Pinkaew Laungaramsri of the Faculty of Social Science at Chiang Mai University has caused something of a stir by fiercely criticizing Thailand’s NGOs. She has done this in Prachatai’s new book, in Thai, A Molten Land: The Mandatory Transition.
Some of her points:
Thai NGOs are morphing into an extension of the state bureaucracy. More and more NGOs are choosing to work alongside the state, to the point where they can be said to be one part of the state….
Though NGOs in Thailand used to fiercely critique populism, they were willing to be collaborators with the junta as soon as it invited the private sector and civil society to assist in administering rural subsidies. The NGOs leapt at the chance! Tracing these developments, one should not be surprised that NGOs have willingly sat in junta-appointed committees, the National Reform Council or the National Reform Steering Committee….
Disappointed with elections, NGOs decided that their works need not be relevant to democracy. They became ready to work with whoever came into power, in order to ensure the survival of their works and organisations. Past goals of curbing the state’s power and increasing the power of the people — once the rallying point of NGOs — evolved into concerns with self-preservation and power. This is the current state of Thailand’s civil society….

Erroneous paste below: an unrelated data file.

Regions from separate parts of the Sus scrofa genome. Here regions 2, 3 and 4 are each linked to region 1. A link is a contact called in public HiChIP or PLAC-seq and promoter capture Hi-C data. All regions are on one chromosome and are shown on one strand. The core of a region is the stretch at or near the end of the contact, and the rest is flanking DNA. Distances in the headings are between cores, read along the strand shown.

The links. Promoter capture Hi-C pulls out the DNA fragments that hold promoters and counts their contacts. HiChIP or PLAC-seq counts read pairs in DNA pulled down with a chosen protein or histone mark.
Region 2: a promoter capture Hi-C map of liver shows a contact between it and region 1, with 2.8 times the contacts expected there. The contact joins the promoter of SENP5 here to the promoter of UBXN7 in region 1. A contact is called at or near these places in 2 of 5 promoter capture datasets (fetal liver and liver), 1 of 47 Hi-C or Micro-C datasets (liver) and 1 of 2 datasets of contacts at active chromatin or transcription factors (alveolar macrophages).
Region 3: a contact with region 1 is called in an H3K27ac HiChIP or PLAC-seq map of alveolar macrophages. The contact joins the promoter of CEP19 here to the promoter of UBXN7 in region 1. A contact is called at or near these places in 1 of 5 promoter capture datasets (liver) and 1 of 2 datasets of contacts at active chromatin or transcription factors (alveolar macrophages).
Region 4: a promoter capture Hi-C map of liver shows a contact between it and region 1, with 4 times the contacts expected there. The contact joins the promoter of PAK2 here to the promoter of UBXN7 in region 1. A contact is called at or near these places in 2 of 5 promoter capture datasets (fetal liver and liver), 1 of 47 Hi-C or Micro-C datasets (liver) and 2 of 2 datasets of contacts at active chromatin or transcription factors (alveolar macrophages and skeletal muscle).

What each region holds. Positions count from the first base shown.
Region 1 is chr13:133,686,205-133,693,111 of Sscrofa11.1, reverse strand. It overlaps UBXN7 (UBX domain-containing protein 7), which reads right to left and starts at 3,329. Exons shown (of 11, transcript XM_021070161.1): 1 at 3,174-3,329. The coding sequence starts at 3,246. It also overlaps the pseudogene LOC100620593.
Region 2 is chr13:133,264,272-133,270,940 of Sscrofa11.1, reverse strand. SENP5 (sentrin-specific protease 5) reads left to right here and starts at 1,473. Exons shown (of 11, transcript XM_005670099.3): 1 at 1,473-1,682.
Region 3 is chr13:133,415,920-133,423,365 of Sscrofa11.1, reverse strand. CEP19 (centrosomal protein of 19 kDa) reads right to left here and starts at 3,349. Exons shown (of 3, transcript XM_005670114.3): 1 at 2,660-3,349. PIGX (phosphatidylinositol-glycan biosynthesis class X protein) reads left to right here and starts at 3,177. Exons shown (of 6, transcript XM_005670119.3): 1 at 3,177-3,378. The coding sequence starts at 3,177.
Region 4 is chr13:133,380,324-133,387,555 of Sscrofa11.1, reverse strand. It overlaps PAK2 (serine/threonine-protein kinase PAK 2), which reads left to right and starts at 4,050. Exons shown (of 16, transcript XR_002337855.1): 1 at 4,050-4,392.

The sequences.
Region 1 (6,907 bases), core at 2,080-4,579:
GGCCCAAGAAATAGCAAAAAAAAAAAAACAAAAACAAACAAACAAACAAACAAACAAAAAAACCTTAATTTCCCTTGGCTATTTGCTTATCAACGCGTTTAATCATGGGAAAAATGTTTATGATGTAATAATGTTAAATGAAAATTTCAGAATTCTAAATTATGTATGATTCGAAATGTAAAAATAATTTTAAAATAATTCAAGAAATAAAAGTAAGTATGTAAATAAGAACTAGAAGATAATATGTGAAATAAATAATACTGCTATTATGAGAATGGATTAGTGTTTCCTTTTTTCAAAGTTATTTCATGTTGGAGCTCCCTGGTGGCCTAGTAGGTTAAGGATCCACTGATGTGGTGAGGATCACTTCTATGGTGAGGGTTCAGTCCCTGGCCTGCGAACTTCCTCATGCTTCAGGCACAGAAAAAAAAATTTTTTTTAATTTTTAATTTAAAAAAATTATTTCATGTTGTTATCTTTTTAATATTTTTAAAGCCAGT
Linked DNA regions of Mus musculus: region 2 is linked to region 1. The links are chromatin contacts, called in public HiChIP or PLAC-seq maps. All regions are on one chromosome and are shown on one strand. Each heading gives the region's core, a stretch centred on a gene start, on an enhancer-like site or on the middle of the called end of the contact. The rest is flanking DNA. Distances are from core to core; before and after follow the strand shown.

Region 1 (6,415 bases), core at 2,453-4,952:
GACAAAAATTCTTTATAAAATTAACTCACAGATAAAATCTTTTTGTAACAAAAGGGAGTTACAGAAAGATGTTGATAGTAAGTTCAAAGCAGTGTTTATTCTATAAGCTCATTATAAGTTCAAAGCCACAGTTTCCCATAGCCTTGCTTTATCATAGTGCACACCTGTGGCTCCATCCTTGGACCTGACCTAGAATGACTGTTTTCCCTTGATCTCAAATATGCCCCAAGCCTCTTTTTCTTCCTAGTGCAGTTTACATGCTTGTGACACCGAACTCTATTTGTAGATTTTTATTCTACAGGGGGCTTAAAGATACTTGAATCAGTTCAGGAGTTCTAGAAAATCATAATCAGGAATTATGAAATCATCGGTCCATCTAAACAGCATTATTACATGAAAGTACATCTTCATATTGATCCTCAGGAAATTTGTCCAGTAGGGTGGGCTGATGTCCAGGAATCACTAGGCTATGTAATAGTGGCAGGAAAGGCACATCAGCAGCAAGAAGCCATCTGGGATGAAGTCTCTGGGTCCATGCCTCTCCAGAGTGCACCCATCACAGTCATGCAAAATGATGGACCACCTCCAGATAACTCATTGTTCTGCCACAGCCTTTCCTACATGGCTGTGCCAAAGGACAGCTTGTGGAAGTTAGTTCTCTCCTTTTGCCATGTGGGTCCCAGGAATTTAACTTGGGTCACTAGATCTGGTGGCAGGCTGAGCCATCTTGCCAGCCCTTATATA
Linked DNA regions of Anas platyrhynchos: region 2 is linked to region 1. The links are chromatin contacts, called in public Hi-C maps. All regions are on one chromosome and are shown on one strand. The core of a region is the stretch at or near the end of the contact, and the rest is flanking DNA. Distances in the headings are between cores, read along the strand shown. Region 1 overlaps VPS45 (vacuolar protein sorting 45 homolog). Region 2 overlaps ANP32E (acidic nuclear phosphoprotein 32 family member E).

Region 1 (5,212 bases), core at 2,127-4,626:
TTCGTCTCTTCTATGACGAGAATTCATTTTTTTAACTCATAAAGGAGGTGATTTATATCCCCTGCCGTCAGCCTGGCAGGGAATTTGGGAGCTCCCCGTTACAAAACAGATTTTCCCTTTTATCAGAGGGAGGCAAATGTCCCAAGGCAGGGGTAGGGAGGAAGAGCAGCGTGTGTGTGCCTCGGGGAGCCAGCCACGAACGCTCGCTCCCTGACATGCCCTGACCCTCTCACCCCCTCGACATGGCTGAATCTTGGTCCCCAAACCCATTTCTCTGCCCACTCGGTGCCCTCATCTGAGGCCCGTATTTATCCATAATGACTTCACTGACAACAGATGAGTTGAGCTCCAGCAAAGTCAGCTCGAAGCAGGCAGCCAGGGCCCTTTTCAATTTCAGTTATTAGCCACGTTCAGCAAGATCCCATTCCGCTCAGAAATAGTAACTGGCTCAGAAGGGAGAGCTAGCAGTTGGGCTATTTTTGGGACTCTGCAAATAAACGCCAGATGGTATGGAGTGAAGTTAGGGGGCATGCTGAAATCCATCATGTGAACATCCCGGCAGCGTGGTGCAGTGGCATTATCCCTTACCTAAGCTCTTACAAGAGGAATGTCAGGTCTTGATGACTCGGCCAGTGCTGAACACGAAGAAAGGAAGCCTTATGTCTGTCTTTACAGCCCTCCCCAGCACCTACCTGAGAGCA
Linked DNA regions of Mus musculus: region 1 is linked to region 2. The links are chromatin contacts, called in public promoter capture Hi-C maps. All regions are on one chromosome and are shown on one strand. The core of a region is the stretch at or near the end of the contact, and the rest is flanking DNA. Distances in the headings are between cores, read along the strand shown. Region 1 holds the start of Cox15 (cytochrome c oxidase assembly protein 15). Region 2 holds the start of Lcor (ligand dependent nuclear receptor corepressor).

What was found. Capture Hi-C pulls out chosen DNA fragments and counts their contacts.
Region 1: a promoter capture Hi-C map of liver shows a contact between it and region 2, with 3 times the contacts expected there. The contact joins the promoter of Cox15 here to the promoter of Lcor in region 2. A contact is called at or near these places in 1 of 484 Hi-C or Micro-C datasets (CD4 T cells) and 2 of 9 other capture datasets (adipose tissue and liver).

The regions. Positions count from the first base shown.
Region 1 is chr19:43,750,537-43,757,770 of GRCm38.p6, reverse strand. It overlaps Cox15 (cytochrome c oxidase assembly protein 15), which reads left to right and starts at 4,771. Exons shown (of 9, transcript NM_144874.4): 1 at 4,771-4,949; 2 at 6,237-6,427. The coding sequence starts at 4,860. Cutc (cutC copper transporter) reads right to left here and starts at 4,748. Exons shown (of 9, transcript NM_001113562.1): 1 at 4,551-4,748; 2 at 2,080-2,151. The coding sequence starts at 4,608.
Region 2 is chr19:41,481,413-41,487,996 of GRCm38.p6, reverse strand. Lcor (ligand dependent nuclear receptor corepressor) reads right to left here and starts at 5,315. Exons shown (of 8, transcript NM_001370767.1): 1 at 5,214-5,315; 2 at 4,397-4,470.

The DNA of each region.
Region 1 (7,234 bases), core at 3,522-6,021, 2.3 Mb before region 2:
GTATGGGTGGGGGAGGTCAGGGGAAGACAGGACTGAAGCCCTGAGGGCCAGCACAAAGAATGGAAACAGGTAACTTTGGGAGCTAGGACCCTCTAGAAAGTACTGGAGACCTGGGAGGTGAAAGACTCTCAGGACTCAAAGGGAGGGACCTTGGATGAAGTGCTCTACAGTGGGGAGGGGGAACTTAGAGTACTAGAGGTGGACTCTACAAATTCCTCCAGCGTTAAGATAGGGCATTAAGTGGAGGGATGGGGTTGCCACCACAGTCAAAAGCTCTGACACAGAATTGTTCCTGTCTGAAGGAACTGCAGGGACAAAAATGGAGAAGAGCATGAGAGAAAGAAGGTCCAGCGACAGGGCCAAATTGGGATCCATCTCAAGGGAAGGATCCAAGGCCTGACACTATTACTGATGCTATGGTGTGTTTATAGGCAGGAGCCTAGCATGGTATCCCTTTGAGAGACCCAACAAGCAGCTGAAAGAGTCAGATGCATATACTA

… there is no point to NGOs existing if they have no principles regarding how the politics of this country should be. This dilution of NGO principles over the past 10 years has made the regime and substance of Thai politics irrelevant to civil society movements….
The key question is, in the wake of the coloured shirts — and in this society devoid of just laws but weighed down by a dictatorial constitution — who will act as the catalyst to mobilise those who have had enough of the junta’s rule?…
In general she’s correct in all of these observations. However, she’s also got a rather idealistic view of NGOs in the past. Like society in general, NGOs tend to represent the range of values and political positions in society. What she seems to suggest is that some individuals who were NGO leaders have moved to the right.
PPT’s view is that many of those who “shifted” haven’t moved that far, if at all. Thai NGO leaders have tended to believe that they were leaders of the people, leading them from ignorance and poverty into some better world. Usually they didn’t ask the people what they wanted. They thought of themselves as “good people” who deserved to be leaders.